|Eng||This article is intentionally written in English. Please do not translate it into Anglish.|
The aim of Anglish is: English with many fewer words borrowed from other tongues. Because of the fundamental changes to our language, to say that English people today speak Modern English is like saying that the French speak Latin. The fact is that we now speak an international language. The Anglish project is intended as a means of recovering the Englishness of English and of restoring ownership of the language to the English people.
Robert of Gloucester, speaking in part of earlier centuries, in the mid to late thirteenth century said:
...the Norman could not speak anything then except their own speech, and they spoke French as they had done at home, and had their children taught it, too, so that important men in this country who come from their stock all keep to that same speech that they derived from them; because, unless a man knows French, he is thought little of. But humble men keep to English and their own speech still. I reckon there are no countries in the whole world that do not keep to their own speech, except England only. (Little has changed.)
King Edward I, when issuing writs for summoning Parliament in 1295, claimed that the King of France planned to invade England and extinguish the English language, "a truly detestable plan which may God avert".
In the Cursor Mundi, an anonymous religious poem in northern Middle English dating from approximately 1300, appears the words: "Of Ingland the nacion". The Prologue starts:
"Efter haly kyrces state, þis ilke bok it es translate, Into Inglis tong to rede, For þe love of Inglis lede, Inglis lede of Ingeland, For þe commun at understand. Frankis rimes here I redd Comunlik in ilk a sted; Mast es it wroght for Frankis man — Quat is for him na Frankis can? Of Ingeland þe nacioun, Es Inglis man þar in commun. Þe speche þat man with mast may spede, Mast þarwith to speke war nede. Selden was for ani chance Praised Inglis tong in France; Give we ilk an þar langage, Me think we do þam non outrage. To lauid Inglis man I spell..."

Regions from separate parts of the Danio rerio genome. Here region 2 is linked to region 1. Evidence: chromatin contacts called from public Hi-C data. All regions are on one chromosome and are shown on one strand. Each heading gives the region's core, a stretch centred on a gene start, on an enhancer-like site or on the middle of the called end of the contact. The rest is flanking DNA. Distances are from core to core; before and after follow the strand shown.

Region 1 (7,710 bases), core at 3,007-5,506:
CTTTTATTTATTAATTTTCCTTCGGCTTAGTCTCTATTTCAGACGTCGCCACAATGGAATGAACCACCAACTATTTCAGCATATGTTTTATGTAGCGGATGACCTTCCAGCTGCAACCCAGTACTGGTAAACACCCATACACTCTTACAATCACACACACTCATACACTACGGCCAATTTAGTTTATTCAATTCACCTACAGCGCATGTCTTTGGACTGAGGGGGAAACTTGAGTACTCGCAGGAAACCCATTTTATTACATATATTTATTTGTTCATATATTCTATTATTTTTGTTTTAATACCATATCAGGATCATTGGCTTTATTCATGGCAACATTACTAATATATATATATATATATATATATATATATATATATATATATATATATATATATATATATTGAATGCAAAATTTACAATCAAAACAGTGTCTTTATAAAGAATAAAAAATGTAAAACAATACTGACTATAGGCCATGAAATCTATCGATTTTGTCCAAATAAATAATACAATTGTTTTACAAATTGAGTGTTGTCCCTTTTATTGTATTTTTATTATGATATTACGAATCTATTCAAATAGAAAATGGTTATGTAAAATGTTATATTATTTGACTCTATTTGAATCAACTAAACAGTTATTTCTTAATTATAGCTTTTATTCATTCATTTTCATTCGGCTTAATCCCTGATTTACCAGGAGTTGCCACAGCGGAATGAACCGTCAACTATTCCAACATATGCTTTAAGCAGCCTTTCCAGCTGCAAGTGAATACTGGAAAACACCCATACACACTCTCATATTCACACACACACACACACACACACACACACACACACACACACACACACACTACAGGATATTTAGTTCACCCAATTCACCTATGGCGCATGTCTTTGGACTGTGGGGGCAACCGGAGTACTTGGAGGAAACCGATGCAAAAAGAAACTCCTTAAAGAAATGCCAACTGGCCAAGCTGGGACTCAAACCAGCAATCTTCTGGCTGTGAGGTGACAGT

(Key: "Þ","þ" ("thorn") = "Th", "th"; "lede" = "people"; "mast" = "most"; "quat" = "what"; "lauid" = "lewd", "lay[men]" )
This can be translated into modern English as:
"This same book is translated, in accordance with the dignity of Holy Church, into the English tongue to be read, for love of the English people, the English people of England, for the common people to understand. I have normally read French verses everywhere here; it is mostly done for the Frenchman — what is there for him who knows no French? As for the nation of England, it is an Englishman who is usually there. It ought to be necessary to speak mostly the speech that one can best get on with. Seldom has the English tongue by any chance been praised in France; if we give everyone their own language, it seems to me we are doing them no injury. I am speaking to the English layman..."
In 1323 Henry Lambard, a cleric, was brought before a court and asked how he wished to clear himself of charges of theft. Lambard said in English that he was a cleric and was then asked if he knew Latin or French. He replied that he was English, and English-born, and that to speak in his mother tongue was proper. He refused to speak any other language except English. Refusing to give any other answer to the court, he was committed to another court to suffer Peine forte et dure.
Opinions regarding Anglish
Paul Jennings, who first coined the term 'Anglish' in the British satirical magazine Punch, admitted that it was intended as a joke; his three articles in Punch, entitled '1066 and All Saxon', published on the 15th, 22nd, and 29th of June 1966, were written for the 900th anniversary of the Battle of Hastings. Yet, leaving that to one side, George Orwell argued that there are good reasons for removing non-English words from the language to create a "New-English" and employing as many words as possible of Germanic origin.
About differing opinions on how "English" the vocabulary of Anglish should be
Beyond the ambition of creating a predominantly English vocabulary, cleansed of unnecessary foreign, mostly Latin and Greek words, there is a wide range of personal interpretations of what constitutes Anglish. Some may only wish to write making the best of such true English words as are available, avoiding borrowed words where possible, but accepting them where needed. Others may wish to take out all those borrowed words, and where there is no existing alternative true English word, to invent a wholly new word to go in its stead. These are perhaps the two most widely differing views on the Anglish project, and there exist many possible interpretations between them, hanging on a writer's personal view.
Below are some of the more commonly asked questions regarding the Anglish project, but they are by no means exhaustive. Hopefully, the answers are informative enough to be useful, but short enough to be easily read.
The goal of the Anglish project differs from person to person, but mostly it is to explore and experiment with the English language. This exploration is driven for some by aesthetics, for the ethnic English by cultural needs, and yet for others it is purely an interesting diversion or pastime. Language plays a big role in our lives, so to be able to play with that language, and shape it to our own needs or wants is very important. For this reason, writing or talking in true English is a positive end in itself, in as much as it provides an other outlet for this need.